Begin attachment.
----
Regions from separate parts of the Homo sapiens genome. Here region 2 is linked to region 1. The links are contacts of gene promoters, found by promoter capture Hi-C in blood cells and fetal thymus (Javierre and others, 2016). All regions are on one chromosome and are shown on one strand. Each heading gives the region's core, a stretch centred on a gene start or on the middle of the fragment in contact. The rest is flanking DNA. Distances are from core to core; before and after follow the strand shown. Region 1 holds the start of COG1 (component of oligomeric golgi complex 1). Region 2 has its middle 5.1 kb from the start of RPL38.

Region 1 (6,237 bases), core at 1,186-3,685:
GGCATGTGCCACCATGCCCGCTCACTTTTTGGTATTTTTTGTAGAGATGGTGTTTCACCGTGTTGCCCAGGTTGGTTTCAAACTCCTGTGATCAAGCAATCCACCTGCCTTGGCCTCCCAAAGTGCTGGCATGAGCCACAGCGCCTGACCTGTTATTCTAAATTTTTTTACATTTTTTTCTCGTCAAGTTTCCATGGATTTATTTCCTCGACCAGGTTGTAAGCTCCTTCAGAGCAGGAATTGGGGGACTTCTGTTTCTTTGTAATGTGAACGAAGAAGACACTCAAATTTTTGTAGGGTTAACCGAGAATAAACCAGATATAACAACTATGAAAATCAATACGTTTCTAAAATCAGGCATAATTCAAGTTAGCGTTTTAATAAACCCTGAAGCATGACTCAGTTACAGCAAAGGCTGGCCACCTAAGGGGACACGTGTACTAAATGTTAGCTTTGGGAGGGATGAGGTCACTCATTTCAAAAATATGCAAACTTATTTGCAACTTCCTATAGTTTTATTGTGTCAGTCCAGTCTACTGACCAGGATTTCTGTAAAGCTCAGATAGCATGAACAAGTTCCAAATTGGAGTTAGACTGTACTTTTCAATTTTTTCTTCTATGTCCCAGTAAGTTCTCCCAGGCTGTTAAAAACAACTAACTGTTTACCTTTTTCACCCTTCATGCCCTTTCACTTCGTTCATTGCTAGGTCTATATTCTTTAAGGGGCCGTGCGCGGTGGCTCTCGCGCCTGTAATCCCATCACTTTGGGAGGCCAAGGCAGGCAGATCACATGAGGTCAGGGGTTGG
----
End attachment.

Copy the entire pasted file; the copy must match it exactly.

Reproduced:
Regions from separate parts of the Homo sapiens genome. Here region 2 is linked to region 1. The links are contacts of gene promoters, found by promoter capture Hi-C in blood cells and fetal thymus (Javierre and others, 2016). All regions are on one chromosome and are shown on one strand. Each heading gives the region's core, a stretch centred on a gene start or on the middle of the fragment in contact. The rest is flanking DNA. Distances are from core to core; before and after follow the strand shown. Region 1 holds the start of COG1 (component of oligomeric golgi complex 1). Region 2 has its middle 5.1 kb from the start of RPL38.

Region 1 (6,237 bases), core at 1,186-3,685:
GGCATGTGCCACCATGCCCGCTCACTTTTTGGTATTTTTTGTAGAGATGGTGTTTCACCGTGTTGCCCAGGTTGGTTTCAAACTCCTGTGATCAAGCAATCCACCTGCCTTGGCCTCCCAAAGTGCTGGCATGAGCCACAGCGCCTGACCTGTTATTCTAAATTTTTTTACATTTTTTTCTCGTCAAGTTTCCATGGATTTATTTCCTCGACCAGGTTGTAAGCTCCTTCAGAGCAGGAATTGGGGGACTTCTGTTTCTTTGTAATGTGAACGAAGAAGACACTCAAATTTTTGTAGGGTTAACCGAGAATAAACCAGATATAACAACTATGAAAATCAATACGTTTCTAAAATCAGGCATAATTCAAGTTAGCGTTTTAATAAACCCTGAAGCATGACTCAGTTACAGCAAAGGCTGGCCACCTAAGGGGACACGTGTACTAAATGTTAGCTTTGGGAGGGATGAGGTCACTCATTTCAAAAATATGCAAACTTATTTGCAACTTCCTATAGTTTTATTGTGTCAGTCCAGTCTACTGACCAGGATTTCTGTAAAGCTCAGATAGCATGAACAAGTTCCAAATTGGAGTTAGACTGTACTTTTCAATTTTTTCTTCTATGTCCCAGTAAGTTCTCCCAGGCTGTTAAAAACAACTAACTGTTTACCTTTTTCACCCTTCATGCCCTTTCACTTCGTTCATTGCTAGGTCTATATTCTTTAAGGGGCCGTGCGCGGTGGCTCTCGCGCCTGTAATCCCATCACTTTGGGAGGCCAAGGCAGGCAGATCACATGAGGTCAGGGGTTGG